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Freestyle skiing

Colby Stevenson of N.H. has overcome a lot, but Norway’s Birk Ruud was too good up in the big air

American freestyle skier Colby Stevenson performs at Big Air Shougang.Richard Heathcote/Getty

BEIJING — Birk Ruud of Norway spun away with a gold medal in the Olympics’ first men’s freestyle skiing big air event Wednesday, re-emerging as a leader in the extreme sport after he lost his father to cancer and injured his knee.

Ruud’s win was powered by a 1980-degree jump — 5½ rotations — that no competitor could match.

Colby Stevenson, who was born in Portsmouth, N.H., came closest, earning the silver medal.

The 24-year-old Stevenson has his own inspirational story.

In 2016, he had a near-fatal car accident in the middle of the night in rural Idaho while returning from a skiing event. He sustained 30 fractures to his skull and spent three days in an induced coma.


His slow recovery delayed the prime of his career, but Stevenson returned and became one of the top freeskiers of the past couple of seasons, a contender in both big air and slopestyle.

On Wednesday, where Eileen Gu had won the women’s gold a day earlier in the same event, Stevenson landed a 1620 and an 1800, two of the highest-scoring tricks in the contest. But the combination of scores left him just short of Ruud.

Sweden’s Henrik Harlaut won bronze at Big Air Shougang — a shuttered steel mill that now hosts the world’s only permanent big air jump.

Ruud has two Winter X Games big air gold medals and four World Cup wins, but only one since 2019. The 21-year-old’s father, Øivind, died of cancer last April, and Ruud has said the loss pulled his mind away from competitive skiing.

His efforts to ramp up for Beijing were interrupted by a knee injury nine weeks ago, and he skipped last month’s Winter X Games to play it safe amid the coronavirus.

The rust came off quickly.

Ruud carved out a commanding lead in his first two runs, coming in backward for a switch triple cork 1980 — three off-axis flips with 5½ rotations — then tumbling forward for a double cork bio 1800.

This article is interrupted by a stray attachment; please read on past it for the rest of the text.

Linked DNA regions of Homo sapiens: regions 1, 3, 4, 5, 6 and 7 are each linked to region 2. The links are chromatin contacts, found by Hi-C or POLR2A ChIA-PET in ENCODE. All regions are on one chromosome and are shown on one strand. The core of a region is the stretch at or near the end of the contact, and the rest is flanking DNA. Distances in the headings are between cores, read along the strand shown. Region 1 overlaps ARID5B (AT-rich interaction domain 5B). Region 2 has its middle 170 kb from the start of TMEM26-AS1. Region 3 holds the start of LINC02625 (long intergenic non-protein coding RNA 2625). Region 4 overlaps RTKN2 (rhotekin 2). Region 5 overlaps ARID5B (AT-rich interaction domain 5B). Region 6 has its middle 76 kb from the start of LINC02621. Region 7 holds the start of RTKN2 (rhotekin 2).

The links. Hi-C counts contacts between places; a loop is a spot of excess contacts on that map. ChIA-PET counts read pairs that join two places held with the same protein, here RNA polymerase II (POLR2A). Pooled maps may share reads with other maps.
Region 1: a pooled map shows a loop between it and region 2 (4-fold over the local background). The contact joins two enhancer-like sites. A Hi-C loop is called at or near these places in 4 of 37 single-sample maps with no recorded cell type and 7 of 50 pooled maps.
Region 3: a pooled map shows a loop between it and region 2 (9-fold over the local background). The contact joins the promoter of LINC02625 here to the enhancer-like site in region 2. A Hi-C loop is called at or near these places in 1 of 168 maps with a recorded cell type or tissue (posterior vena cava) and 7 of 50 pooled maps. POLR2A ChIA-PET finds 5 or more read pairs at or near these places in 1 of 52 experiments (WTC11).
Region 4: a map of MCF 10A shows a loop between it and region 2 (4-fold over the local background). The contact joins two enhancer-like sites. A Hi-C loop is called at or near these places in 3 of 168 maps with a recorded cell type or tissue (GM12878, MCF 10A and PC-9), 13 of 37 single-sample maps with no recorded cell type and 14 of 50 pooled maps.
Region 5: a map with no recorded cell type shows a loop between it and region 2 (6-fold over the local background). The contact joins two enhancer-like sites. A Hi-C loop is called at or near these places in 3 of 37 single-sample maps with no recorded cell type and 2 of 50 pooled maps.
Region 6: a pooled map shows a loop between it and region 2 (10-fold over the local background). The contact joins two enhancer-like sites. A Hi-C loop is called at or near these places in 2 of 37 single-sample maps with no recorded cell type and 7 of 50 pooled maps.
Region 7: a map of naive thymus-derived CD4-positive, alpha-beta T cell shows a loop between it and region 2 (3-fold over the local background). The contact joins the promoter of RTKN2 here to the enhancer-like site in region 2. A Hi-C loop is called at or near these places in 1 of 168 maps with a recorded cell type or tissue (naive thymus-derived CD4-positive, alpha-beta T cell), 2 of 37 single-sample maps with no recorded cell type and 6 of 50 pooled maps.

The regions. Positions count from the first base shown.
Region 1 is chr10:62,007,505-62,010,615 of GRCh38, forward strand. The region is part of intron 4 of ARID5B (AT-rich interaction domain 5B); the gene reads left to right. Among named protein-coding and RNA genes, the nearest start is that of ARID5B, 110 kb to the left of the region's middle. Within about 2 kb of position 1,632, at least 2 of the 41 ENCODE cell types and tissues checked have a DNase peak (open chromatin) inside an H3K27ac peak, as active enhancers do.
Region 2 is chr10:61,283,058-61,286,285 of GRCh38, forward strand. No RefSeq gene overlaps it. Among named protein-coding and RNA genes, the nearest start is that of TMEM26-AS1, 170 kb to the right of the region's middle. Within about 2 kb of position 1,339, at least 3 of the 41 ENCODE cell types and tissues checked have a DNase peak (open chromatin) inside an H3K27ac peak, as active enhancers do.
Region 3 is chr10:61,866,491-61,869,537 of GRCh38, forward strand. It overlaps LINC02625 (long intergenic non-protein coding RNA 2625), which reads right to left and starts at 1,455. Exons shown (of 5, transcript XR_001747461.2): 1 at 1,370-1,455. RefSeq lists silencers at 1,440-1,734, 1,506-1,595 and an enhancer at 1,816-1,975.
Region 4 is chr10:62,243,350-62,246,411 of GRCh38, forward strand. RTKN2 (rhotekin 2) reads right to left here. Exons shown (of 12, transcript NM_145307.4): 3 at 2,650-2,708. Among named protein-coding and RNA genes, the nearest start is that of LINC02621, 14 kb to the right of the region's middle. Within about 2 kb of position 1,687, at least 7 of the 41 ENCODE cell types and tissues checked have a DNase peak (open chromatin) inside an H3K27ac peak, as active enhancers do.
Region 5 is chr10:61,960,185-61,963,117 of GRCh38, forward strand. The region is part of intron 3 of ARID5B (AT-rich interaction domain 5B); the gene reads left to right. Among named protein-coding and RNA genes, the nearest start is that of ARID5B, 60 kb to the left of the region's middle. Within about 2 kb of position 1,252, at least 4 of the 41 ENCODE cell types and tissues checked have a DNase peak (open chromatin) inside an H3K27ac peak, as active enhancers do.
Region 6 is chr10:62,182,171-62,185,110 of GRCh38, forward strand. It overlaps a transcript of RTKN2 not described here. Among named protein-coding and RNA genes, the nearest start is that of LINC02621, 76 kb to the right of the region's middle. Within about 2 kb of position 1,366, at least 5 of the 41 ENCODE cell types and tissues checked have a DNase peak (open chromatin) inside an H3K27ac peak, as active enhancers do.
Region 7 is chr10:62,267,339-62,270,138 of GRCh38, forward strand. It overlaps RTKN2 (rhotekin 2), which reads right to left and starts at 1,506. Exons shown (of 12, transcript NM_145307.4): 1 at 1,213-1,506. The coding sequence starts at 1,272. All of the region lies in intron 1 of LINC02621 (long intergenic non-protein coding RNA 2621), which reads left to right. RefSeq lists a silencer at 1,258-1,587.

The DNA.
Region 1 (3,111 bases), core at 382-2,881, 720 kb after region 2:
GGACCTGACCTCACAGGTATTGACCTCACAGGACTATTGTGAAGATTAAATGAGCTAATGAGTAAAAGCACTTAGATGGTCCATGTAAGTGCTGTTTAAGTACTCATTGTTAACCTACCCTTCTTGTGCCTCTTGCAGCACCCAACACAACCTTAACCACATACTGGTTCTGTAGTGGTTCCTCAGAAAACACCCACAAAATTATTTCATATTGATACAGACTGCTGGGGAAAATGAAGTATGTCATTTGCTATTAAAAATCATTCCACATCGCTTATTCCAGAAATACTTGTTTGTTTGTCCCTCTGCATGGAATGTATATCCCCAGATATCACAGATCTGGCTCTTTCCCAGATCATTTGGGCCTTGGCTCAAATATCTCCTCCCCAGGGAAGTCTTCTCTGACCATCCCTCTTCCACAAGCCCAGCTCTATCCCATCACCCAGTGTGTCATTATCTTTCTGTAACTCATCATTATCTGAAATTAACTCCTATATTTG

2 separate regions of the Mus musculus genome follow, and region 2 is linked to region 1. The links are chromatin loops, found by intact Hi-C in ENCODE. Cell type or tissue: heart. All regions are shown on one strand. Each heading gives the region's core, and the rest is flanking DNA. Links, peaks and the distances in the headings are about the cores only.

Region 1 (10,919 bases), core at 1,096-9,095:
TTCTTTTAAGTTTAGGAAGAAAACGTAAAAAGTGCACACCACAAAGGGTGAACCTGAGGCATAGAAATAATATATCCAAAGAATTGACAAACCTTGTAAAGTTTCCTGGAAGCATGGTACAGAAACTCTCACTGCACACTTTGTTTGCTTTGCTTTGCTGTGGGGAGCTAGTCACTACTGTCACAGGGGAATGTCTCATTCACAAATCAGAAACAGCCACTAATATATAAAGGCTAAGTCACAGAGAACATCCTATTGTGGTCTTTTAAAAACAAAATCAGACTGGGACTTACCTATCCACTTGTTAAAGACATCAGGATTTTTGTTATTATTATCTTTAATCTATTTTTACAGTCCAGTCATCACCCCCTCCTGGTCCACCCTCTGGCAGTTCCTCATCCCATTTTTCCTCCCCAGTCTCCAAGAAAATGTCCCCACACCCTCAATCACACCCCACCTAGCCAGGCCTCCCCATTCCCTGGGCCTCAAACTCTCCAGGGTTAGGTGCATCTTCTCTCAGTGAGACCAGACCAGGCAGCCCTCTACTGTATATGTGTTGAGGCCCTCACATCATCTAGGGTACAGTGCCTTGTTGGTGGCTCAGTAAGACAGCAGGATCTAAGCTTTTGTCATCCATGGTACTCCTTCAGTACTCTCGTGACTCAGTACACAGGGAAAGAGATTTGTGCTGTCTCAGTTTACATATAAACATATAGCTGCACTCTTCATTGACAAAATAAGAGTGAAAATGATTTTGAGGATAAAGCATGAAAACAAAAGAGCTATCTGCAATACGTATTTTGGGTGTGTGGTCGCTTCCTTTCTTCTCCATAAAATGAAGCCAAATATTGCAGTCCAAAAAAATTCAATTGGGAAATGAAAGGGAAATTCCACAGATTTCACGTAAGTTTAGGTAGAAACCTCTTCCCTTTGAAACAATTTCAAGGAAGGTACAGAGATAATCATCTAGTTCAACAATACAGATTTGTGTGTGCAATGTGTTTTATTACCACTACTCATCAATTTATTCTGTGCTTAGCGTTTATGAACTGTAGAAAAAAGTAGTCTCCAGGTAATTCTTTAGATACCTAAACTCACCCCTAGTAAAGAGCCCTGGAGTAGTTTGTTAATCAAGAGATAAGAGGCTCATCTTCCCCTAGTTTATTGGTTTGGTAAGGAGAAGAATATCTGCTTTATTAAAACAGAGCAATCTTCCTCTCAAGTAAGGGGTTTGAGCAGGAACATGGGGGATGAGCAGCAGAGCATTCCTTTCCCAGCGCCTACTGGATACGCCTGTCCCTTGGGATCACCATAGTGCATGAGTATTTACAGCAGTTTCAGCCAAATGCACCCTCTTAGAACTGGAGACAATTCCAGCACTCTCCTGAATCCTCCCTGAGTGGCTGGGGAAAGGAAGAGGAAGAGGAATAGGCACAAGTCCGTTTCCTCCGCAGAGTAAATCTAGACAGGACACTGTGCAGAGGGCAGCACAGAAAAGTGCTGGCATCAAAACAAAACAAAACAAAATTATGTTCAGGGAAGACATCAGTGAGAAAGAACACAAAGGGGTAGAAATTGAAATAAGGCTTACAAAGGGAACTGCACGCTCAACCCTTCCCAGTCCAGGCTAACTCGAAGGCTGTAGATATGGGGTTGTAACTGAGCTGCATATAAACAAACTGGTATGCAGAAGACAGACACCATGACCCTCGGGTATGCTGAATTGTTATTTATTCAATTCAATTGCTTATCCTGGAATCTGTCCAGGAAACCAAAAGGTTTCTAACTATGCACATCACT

Alex Hall was Ruud's toughest competitor — the American became the first to land a 2160 at the Winter X Games last month. Hall tried to spin out only the second-ever 2160 in the final round but crashed out for an eighth-place finish.

Ruud went last in the final round with his spot atop the podium already secured. He grabbed a Norwegian flag and held it in his left hand for his final trick, a no-pressure bio 1440. He unraveled the flag and waved it behind him after landing.

Ruud ripped off his gloves to display the nails he had painted by an artist in the Olympic Village. Flashy and funny, he's a favorite among fans for his hijinks on social media, like the time he skateboarded around disguised as an old man, bewildering an unassuming crowd.

The men have been rapidly pushing the boundaries in this high-flying sport. When Oliwer Magnusson on his final run won X Games gold in 2021, his best trick was a switch triple cork 1800 — coming into the jump backward, making five full rotations while doing three off-axis flips.

A year later, five of the Olympics’ 12 finalists threw down a similar trick in the first round. Magnusson started with a double cork 1980 and ranked only fourth — Ruud led with 95.75 points after his 1980.


Magnusson momentarily put himself in medal position with a switch double cork 1800 in the final round before Harlaut bumped him out for bronze.

The 30-year-old Harlaut is a favorite among his younger rivals, a hero in the sport for his style, if not his technical skills. The six-time X Games big air gold medalist used the flex of his ski to pop off the jump for a Nosebutter triple cork 1620 on his final jump, then got a huge hug from the 21-year-old Magnusson.